There is nothing like planning a wedding to bring out the anxious in an otherwise calm and carefree bride or groom. I can attest to that – I just got married in early March, and the whole process definitely brought out the crazy in me. I thought I had an easy time of it, too, because I used to be a wedding photographer (I closed my business just last year.)
In hindsight, and after much reflection, I have learned some things about brides and grooms that I would have loved to have known when I was a photographer. These can and should apply to any wedding vendor. There are countless websites and programs that teach all about social media marketing, what you should put on your website, and how you should design your logo to get more business. But there are few, if any, that teach what you should do after you’ve booked the wedding to make sure you have happy clients and will get glowing reviews.
A 2013 study conducted by Dimensional Research found that clients who experience something they perceive as negative are 50% more likely to share it on social media than those who had a good experience.
Here are 4 things you can do after booking a wedding to create a client who will rave about you:
#1 Communicate, communicate, communicate
The number one most divisive issue between the vendors we were most thrilled with and the ones that made us less happy was communication. Having been in the industry, I understand that sometimes it’s a very long wait between booking a bride and their actual wedding, but you should find some way to communicate with her at least every other month, if not every month. A short thank you note in the mail, a quick check-in email, or even forwarding a blog post or article goes a long way. At the very least, answer within 48 hours of an email, of not sooner.
It was easier for me knowing that that’s how things work in the wedding industry, but for a bride who has no idea how things are done, this can make an enormous difference in both their happiness during wedding planning and their satisfaction with you (which may show later on in reviews and testimonials.) She wants to know you are still in business, still excited about her wedding, and still going to show up.
#2 Listen to what the couple wants
Another big one for us was that some of the vendors didn’t listen to our instructions and wishes. I genuinely did have fun at my wedding, but the more time passes, the more things I remember that didn’t turn out as I had envisioned and I focus more on those things than the happiness of the wedding itself.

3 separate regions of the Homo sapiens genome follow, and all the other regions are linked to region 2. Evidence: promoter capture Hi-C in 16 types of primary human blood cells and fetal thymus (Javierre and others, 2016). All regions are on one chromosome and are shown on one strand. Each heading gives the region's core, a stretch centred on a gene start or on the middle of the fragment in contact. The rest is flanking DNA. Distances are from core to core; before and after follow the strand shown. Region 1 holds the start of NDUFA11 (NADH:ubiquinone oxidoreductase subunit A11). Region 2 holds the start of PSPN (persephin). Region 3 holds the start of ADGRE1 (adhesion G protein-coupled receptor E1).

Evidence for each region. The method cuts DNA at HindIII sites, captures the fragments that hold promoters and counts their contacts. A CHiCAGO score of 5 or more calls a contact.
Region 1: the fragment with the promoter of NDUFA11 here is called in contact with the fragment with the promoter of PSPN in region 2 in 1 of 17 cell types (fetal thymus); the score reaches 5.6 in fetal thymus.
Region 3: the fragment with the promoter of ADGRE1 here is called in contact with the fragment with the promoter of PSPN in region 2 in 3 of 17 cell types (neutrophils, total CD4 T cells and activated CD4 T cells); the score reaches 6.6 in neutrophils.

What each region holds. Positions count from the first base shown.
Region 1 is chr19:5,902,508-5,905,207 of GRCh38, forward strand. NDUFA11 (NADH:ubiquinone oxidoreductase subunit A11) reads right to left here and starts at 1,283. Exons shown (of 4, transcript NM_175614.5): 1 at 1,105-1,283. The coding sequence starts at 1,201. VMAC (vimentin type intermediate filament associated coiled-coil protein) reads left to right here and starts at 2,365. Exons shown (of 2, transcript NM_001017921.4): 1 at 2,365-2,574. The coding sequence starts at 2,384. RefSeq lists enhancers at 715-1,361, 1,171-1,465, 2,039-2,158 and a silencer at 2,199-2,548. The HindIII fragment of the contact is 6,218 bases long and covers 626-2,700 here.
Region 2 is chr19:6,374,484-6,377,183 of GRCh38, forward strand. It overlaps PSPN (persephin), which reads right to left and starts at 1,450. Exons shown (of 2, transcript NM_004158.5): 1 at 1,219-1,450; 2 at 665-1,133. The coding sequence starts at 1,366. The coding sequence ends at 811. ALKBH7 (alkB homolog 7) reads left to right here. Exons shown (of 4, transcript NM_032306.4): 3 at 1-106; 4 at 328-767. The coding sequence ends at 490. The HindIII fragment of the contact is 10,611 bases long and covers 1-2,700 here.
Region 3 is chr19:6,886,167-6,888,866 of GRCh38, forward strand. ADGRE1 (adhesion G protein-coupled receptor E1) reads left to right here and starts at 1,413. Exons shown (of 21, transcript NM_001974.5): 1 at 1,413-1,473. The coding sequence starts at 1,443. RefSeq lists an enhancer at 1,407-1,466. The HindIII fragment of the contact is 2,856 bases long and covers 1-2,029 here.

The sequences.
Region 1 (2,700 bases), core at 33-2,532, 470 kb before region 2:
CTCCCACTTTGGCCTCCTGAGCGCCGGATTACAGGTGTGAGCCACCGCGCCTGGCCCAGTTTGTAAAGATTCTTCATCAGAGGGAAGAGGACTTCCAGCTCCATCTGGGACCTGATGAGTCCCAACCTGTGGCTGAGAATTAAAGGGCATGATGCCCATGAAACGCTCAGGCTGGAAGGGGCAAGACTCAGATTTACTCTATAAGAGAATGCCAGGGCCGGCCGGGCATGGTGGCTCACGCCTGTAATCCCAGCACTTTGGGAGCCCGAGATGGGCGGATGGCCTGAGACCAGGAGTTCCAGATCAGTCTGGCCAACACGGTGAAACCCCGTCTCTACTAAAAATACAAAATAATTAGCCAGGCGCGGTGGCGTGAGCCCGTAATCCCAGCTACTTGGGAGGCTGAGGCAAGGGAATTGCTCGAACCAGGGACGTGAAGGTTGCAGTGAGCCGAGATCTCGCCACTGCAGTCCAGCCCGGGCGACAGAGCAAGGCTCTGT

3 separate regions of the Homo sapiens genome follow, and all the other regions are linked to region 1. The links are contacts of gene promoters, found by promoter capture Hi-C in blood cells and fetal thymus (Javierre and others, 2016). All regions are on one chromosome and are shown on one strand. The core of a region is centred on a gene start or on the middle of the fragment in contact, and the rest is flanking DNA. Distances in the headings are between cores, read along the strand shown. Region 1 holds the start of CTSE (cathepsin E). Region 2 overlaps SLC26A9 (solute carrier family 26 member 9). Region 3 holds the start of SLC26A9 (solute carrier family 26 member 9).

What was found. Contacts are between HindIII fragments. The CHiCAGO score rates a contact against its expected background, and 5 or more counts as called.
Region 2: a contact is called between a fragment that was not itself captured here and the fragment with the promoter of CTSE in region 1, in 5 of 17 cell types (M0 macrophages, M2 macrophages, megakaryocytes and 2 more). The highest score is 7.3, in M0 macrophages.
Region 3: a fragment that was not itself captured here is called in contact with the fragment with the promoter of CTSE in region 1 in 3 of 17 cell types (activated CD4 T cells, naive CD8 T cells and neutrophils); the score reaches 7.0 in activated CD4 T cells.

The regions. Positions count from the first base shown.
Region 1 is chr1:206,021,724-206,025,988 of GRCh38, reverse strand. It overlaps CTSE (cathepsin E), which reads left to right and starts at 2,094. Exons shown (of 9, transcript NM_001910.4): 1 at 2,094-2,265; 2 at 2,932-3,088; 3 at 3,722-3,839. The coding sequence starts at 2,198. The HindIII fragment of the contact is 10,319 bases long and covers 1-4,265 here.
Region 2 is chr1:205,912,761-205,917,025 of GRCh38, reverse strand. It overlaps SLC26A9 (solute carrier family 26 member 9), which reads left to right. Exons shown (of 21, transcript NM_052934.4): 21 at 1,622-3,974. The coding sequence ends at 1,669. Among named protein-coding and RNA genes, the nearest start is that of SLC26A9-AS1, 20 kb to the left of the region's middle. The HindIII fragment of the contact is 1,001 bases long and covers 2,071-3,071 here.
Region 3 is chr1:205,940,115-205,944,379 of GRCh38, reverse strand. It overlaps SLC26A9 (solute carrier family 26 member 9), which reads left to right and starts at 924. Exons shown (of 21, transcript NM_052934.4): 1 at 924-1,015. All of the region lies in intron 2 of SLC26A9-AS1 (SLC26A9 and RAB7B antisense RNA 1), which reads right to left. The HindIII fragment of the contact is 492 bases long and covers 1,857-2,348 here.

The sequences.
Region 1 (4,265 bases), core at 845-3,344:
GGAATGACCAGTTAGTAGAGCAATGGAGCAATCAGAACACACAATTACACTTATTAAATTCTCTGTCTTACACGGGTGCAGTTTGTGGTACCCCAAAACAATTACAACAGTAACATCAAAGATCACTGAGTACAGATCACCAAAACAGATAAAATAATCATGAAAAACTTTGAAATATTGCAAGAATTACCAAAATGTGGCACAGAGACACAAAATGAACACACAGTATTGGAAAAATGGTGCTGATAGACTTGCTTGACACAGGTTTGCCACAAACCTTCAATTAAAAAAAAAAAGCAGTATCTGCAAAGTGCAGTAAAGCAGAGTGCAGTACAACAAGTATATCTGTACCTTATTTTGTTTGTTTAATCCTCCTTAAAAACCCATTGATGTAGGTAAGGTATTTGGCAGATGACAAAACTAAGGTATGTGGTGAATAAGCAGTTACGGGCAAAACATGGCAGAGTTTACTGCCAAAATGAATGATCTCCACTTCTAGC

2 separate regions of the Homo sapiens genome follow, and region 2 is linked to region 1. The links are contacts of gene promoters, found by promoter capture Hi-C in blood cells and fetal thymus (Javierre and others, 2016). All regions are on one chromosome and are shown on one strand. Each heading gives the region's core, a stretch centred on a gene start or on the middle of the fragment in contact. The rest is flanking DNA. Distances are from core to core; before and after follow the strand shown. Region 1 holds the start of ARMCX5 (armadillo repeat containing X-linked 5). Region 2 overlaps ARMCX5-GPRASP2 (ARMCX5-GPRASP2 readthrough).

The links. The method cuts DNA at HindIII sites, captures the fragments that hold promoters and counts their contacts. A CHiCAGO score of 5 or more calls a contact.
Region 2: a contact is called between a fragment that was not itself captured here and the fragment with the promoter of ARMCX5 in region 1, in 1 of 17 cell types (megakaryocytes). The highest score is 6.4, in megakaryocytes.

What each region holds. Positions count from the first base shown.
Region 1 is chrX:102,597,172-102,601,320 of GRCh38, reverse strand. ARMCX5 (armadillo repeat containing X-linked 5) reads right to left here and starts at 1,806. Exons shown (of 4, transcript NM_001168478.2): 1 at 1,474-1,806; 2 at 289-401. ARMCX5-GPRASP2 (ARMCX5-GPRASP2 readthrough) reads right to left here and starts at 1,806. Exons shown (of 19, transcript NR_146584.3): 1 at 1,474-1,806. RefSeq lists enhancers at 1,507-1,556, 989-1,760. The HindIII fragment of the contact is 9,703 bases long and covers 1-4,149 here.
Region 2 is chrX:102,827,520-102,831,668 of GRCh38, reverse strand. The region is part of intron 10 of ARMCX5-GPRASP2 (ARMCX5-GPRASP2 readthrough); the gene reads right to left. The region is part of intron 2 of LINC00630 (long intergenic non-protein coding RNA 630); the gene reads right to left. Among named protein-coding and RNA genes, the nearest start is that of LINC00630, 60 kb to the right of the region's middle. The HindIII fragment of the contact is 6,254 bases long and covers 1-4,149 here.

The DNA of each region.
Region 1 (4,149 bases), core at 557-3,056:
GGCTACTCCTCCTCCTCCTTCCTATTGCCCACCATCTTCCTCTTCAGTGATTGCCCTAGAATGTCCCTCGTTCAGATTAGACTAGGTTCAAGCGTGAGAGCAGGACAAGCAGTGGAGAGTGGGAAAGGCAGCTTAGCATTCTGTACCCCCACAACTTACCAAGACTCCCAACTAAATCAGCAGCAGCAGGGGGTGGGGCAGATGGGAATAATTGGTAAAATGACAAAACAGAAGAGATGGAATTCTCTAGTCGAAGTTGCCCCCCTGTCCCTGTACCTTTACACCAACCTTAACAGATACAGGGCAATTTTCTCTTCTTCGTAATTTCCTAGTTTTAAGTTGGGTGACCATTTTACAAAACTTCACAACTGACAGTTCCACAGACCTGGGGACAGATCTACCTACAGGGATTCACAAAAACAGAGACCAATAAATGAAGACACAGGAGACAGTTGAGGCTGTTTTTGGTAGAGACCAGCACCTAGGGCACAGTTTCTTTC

If a couple tells you something they want, and its realistic, make it happen. Not only will you wow them if you do, but if you don’t, that will be the one thing they remember about you, regardless of what a fantastic job you did otherwise. Managing their expectations is key here.
#3 Do what you promise
This goes hand-in-hand with the point above, but its important enough to call out on its own: if you promise a couple you will do something, it should be done unless there is a very good reason you can’t, and in that case you need to tell them why as soon as possible. This happened to us from more than one vendor, and when the time came to write reviews for them, guess what the first thing to come to my mind was? (Hint: it was not how awesome they were at everything else!)
#4 Do NOT be grouchy to wedding guests
One of our vendors was apparently not in the best mood on our wedding day, and we had several people come up to us at the wedding and tell us how grouchy this particular vendor was being. To top it off, this person was then less than pleasant to my husband, the person paying them! Your clients are paying you to provide happy and cheerful service during their wedding, so at least pretend to be in a good mood.
Bonus: Do not, under any circumstances, actually ask for a tip, especially if you are the grumpy vendor in question.
To sum it up
The very essence of getting more clients in the wedding industry is word of mouth and referrals. Your goal should be to blow each and every couple out of the water with your service, such that they can’t help but shout your praises from the rooftops. Out of all of the vendors we had at our wedding, I can say that that holds true for only three of them.
What can you do to step up your game and create client evangelists?
Alyssa Johnson is a Virtual Assistant specializing in helping wedding vendors and creative professionals book more clients, save money, and get their life back by taking care of marketing and administrative tasks. She lives in San Diego with her husband and two Labradors.